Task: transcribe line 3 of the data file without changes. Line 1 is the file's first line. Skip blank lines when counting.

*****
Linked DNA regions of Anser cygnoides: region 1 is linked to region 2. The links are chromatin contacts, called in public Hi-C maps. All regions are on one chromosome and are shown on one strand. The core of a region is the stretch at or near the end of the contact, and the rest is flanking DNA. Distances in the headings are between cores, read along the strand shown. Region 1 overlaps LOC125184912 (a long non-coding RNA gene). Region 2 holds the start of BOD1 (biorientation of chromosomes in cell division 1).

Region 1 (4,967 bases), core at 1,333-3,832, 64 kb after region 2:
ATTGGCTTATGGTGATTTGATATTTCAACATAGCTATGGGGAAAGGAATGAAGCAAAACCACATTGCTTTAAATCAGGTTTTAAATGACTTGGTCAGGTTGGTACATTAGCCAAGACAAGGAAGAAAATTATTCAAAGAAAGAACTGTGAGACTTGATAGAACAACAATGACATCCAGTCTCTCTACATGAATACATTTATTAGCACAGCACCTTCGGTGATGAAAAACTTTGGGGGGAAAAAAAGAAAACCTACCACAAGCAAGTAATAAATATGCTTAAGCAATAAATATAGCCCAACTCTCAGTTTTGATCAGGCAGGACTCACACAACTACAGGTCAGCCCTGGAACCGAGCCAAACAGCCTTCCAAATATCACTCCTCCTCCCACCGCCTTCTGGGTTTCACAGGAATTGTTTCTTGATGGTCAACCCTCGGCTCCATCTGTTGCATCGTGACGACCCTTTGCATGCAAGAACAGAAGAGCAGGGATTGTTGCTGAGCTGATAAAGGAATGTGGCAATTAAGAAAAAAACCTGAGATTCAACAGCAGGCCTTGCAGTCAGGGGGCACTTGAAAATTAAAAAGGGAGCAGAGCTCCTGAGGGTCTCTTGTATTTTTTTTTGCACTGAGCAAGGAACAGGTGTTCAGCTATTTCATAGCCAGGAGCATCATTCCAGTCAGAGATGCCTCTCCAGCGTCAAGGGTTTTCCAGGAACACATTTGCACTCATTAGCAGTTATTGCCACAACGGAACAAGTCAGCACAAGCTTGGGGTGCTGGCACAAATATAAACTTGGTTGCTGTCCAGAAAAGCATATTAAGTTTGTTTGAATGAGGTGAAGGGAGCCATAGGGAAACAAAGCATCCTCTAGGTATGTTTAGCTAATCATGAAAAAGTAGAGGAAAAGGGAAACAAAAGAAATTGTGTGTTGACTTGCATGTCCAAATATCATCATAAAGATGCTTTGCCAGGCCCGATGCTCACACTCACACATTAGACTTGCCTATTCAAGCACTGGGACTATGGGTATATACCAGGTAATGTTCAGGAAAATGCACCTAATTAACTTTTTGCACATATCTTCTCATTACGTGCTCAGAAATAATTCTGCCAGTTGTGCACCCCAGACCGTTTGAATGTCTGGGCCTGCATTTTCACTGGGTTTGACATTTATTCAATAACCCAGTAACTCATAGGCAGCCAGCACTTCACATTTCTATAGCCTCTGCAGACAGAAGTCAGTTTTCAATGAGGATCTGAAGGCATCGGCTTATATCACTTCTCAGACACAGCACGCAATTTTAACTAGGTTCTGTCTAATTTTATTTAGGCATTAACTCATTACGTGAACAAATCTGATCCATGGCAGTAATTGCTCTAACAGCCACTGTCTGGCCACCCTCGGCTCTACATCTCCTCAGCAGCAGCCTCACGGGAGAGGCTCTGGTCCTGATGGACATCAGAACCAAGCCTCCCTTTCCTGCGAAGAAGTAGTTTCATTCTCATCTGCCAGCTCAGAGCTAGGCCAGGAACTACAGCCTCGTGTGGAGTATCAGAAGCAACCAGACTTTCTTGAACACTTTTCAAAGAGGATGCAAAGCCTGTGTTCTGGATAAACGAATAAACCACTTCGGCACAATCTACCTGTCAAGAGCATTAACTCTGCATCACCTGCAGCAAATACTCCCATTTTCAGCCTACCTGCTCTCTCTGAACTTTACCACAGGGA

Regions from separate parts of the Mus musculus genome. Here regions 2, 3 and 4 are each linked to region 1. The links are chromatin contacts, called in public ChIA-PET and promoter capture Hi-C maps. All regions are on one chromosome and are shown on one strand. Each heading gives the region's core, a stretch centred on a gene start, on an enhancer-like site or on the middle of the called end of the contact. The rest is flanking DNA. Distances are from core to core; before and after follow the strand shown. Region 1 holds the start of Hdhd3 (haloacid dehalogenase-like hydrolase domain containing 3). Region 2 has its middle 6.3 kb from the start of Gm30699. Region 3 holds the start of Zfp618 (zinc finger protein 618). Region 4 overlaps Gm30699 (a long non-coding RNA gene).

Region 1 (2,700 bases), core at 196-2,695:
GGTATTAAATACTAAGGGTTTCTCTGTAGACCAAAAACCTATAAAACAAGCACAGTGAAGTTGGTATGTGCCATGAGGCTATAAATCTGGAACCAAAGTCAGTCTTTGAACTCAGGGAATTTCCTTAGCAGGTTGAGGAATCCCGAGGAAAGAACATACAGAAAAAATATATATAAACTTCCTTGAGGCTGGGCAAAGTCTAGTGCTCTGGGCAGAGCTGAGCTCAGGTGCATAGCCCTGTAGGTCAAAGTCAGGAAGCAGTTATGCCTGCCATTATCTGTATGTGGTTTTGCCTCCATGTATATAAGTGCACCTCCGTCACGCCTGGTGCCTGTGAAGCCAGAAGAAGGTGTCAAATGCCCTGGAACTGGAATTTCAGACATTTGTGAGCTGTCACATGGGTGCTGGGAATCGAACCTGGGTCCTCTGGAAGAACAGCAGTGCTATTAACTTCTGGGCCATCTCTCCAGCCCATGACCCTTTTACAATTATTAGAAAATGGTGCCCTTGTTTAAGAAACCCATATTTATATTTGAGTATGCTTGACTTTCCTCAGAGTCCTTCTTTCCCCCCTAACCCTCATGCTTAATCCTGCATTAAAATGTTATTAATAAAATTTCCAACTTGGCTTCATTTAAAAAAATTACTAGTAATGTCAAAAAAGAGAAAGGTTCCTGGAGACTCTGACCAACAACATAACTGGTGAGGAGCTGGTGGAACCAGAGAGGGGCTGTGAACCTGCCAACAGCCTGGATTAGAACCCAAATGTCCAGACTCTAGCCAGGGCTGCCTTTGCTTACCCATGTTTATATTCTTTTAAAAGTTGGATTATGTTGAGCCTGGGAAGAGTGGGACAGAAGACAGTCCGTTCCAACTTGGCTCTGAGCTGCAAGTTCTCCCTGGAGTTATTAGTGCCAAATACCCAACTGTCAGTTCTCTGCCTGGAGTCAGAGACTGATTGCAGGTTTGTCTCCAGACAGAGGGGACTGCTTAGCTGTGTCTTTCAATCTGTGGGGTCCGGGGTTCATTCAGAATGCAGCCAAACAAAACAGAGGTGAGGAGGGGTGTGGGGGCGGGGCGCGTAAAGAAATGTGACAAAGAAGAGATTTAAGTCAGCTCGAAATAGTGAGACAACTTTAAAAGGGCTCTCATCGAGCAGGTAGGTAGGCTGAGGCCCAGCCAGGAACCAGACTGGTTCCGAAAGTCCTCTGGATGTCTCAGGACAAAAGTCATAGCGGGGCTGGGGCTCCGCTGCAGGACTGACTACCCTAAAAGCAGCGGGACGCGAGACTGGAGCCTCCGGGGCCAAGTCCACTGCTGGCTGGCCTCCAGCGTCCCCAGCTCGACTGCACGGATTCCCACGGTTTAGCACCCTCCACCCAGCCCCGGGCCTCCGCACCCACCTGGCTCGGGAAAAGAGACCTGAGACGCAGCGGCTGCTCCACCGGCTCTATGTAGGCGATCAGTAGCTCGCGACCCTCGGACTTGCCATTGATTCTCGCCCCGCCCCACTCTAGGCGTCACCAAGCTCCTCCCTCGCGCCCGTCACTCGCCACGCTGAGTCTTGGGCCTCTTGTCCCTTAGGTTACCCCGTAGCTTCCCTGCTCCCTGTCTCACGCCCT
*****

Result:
ATTGGCTTATGGTGATTTGATATTTCAACATAGCTATGGGGAAAGGAATGAAGCAAAACCACATTGCTTTAAATCAGGTTTTAAATGACTTGGTCAGGTTGGTACATTAGCCAAGACAAGGAAGAAAATTATTCAAAGAAAGAACTGTGAGACTTGATAGAACAACAATGACATCCAGTCTCTCTACATGAATACATTTATTAGCACAGCACCTTCGGTGATGAAAAACTTTGGGGGGAAAAAAAGAAAACCTACCACAAGCAAGTAATAAATATGCTTAAGCAATAAATATAGCCCAACTCTCAGTTTTGATCAGGCAGGACTCACACAACTACAGGTCAGCCCTGGAACCGAGCCAAACAGCCTTCCAAATATCACTCCTCCTCCCACCGCCTTCTGGGTTTCACAGGAATTGTTTCTTGATGGTCAACCCTCGGCTCCATCTGTTGCATCGTGACGACCCTTTGCATGCAAGAACAGAAGAGCAGGGATTGTTGCTGAGCTGATAAAGGAATGTGGCAATTAAGAAAAAAACCTGAGATTCAACAGCAGGCCTTGCAGTCAGGGGGCACTTGAAAATTAAAAAGGGAGCAGAGCTCCTGAGGGTCTCTTGTATTTTTTTTTGCACTGAGCAAGGAACAGGTGTTCAGCTATTTCATAGCCAGGAGCATCATTCCAGTCAGAGATGCCTCTCCAGCGTCAAGGGTTTTCCAGGAACACATTTGCACTCATTAGCAGTTATTGCCACAACGGAACAAGTCAGCACAAGCTTGGGGTGCTGGCACAAATATAAACTTGGTTGCTGTCCAGAAAAGCATATTAAGTTTGTTTGAATGAGGTGAAGGGAGCCATAGGGAAACAAAGCATCCTCTAGGTATGTTTAGCTAATCATGAAAAAGTAGAGGAAAAGGGAAACAAAAGAAATTGTGTGTTGACTTGCATGTCCAAATATCATCATAAAGATGCTTTGCCAGGCCCGATGCTCACACTCACACATTAGACTTGCCTATTCAAGCACTGGGACTATGGGTATATACCAGGTAATGTTCAGGAAAATGCACCTAATTAACTTTTTGCACATATCTTCTCATTACGTGCTCAGAAATAATTCTGCCAGTTGTGCACCCCAGACCGTTTGAATGTCTGGGCCTGCATTTTCACTGGGTTTGACATTTATTCAATAACCCAGTAACTCATAGGCAGCCAGCACTTCACATTTCTATAGCCTCTGCAGACAGAAGTCAGTTTTCAATGAGGATCTGAAGGCATCGGCTTATATCACTTCTCAGACACAGCACGCAATTTTAACTAGGTTCTGTCTAATTTTATTTAGGCATTAACTCATTACGTGAACAAATCTGATCCATGGCAGTAATTGCTCTAACAGCCACTGTCTGGCCACCCTCGGCTCTACATCTCCTCAGCAGCAGCCTCACGGGAGAGGCTCTGGTCCTGATGGACATCAGAACCAAGCCTCCCTTTCCTGCGAAGAAGTAGTTTCATTCTCATCTGCCAGCTCAGAGCTAGGCCAGGAACTACAGCCTCGTGTGGAGTATCAGAAGCAACCAGACTTTCTTGAACACTTTTCAAAGAGGATGCAAAGCCTGTGTTCTGGATAAACGAATAAACCACTTCGGCACAATCTACCTGTCAAGAGCATTAACTCTGCATCACCTGCAGCAAATACTCCCATTTTCAGCCTACCTGCTCTCTCTGAACTTTACCACAGGGA